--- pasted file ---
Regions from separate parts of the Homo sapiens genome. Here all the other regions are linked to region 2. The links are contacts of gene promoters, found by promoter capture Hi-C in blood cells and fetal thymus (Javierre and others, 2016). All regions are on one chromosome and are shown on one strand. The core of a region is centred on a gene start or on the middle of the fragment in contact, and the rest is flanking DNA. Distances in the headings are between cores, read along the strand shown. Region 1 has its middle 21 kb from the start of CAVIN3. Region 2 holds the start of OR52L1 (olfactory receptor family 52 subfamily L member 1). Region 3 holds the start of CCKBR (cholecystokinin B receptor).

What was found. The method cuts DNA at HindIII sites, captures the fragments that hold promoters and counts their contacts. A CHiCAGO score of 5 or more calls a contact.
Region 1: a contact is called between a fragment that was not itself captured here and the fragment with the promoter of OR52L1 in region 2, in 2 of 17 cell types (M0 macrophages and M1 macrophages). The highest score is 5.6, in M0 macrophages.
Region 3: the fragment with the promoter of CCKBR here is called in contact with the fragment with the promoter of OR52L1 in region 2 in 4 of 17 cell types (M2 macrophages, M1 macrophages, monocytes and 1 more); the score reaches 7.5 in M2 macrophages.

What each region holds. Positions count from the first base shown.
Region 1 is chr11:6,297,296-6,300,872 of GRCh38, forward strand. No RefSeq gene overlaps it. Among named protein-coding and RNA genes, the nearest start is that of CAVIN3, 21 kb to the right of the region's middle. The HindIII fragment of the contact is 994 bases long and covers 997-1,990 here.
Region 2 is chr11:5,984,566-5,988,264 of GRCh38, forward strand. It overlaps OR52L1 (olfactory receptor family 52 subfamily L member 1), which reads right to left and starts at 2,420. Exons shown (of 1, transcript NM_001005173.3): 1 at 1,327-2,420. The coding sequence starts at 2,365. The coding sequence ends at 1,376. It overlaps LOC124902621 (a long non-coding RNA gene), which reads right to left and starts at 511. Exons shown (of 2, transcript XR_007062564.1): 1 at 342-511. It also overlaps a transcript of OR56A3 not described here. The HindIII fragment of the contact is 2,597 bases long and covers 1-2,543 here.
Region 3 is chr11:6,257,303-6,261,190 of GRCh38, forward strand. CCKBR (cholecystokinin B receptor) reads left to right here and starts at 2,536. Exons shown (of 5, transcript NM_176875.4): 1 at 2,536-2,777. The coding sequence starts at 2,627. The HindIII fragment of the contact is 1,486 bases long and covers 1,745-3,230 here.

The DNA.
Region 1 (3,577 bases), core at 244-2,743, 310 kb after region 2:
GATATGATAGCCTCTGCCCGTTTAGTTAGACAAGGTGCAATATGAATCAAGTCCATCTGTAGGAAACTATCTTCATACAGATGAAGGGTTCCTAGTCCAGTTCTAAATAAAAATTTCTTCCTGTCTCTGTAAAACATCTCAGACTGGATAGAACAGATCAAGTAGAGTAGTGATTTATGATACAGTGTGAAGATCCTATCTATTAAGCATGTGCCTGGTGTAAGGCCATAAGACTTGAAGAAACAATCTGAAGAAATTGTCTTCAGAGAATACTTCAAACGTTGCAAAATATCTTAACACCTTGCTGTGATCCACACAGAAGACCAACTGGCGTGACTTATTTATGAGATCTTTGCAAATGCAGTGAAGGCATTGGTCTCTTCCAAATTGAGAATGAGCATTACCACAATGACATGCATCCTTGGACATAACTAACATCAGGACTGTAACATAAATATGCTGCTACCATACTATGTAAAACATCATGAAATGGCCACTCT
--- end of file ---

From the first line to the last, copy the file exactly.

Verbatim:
Regions from separate parts of the Homo sapiens genome. Here all the other regions are linked to region 2. The links are contacts of gene promoters, found by promoter capture Hi-C in blood cells and fetal thymus (Javierre and others, 2016). All regions are on one chromosome and are shown on one strand. The core of a region is centred on a gene start or on the middle of the fragment in contact, and the rest is flanking DNA. Distances in the headings are between cores, read along the strand shown. Region 1 has its middle 21 kb from the start of CAVIN3. Region 2 holds the start of OR52L1 (olfactory receptor family 52 subfamily L member 1). Region 3 holds the start of CCKBR (cholecystokinin B receptor).

What was found. The method cuts DNA at HindIII sites, captures the fragments that hold promoters and counts their contacts. A CHiCAGO score of 5 or more calls a contact.
Region 1: a contact is called between a fragment that was not itself captured here and the fragment with the promoter of OR52L1 in region 2, in 2 of 17 cell types (M0 macrophages and M1 macrophages). The highest score is 5.6, in M0 macrophages.
Region 3: the fragment with the promoter of CCKBR here is called in contact with the fragment with the promoter of OR52L1 in region 2 in 4 of 17 cell types (M2 macrophages, M1 macrophages, monocytes and 1 more); the score reaches 7.5 in M2 macrophages.

What each region holds. Positions count from the first base shown.
Region 1 is chr11:6,297,296-6,300,872 of GRCh38, forward strand. No RefSeq gene overlaps it. Among named protein-coding and RNA genes, the nearest start is that of CAVIN3, 21 kb to the right of the region's middle. The HindIII fragment of the contact is 994 bases long and covers 997-1,990 here.
Region 2 is chr11:5,984,566-5,988,264 of GRCh38, forward strand. It overlaps OR52L1 (olfactory receptor family 52 subfamily L member 1), which reads right to left and starts at 2,420. Exons shown (of 1, transcript NM_001005173.3): 1 at 1,327-2,420. The coding sequence starts at 2,365. The coding sequence ends at 1,376. It overlaps LOC124902621 (a long non-coding RNA gene), which reads right to left and starts at 511. Exons shown (of 2, transcript XR_007062564.1): 1 at 342-511. It also overlaps a transcript of OR56A3 not described here. The HindIII fragment of the contact is 2,597 bases long and covers 1-2,543 here.
Region 3 is chr11:6,257,303-6,261,190 of GRCh38, forward strand. CCKBR (cholecystokinin B receptor) reads left to right here and starts at 2,536. Exons shown (of 5, transcript NM_176875.4): 1 at 2,536-2,777. The coding sequence starts at 2,627. The HindIII fragment of the contact is 1,486 bases long and covers 1,745-3,230 here.

The DNA.
Region 1 (3,577 bases), core at 244-2,743, 310 kb after region 2:
GATATGATAGCCTCTGCCCGTTTAGTTAGACAAGGTGCAATATGAATCAAGTCCATCTGTAGGAAACTATCTTCATACAGATGAAGGGTTCCTAGTCCAGTTCTAAATAAAAATTTCTTCCTGTCTCTGTAAAACATCTCAGACTGGATAGAACAGATCAAGTAGAGTAGTGATTTATGATACAGTGTGAAGATCCTATCTATTAAGCATGTGCCTGGTGTAAGGCCATAAGACTTGAAGAAACAATCTGAAGAAATTGTCTTCAGAGAATACTTCAAACGTTGCAAAATATCTTAACACCTTGCTGTGATCCACACAGAAGACCAACTGGCGTGACTTATTTATGAGATCTTTGCAAATGCAGTGAAGGCATTGGTCTCTTCCAAATTGAGAATGAGCATTACCACAATGACATGCATCCTTGGACATAACTAACATCAGGACTGTAACATAAATATGCTGCTACCATACTATGTAAAACATCATGAAATGGCCACTCT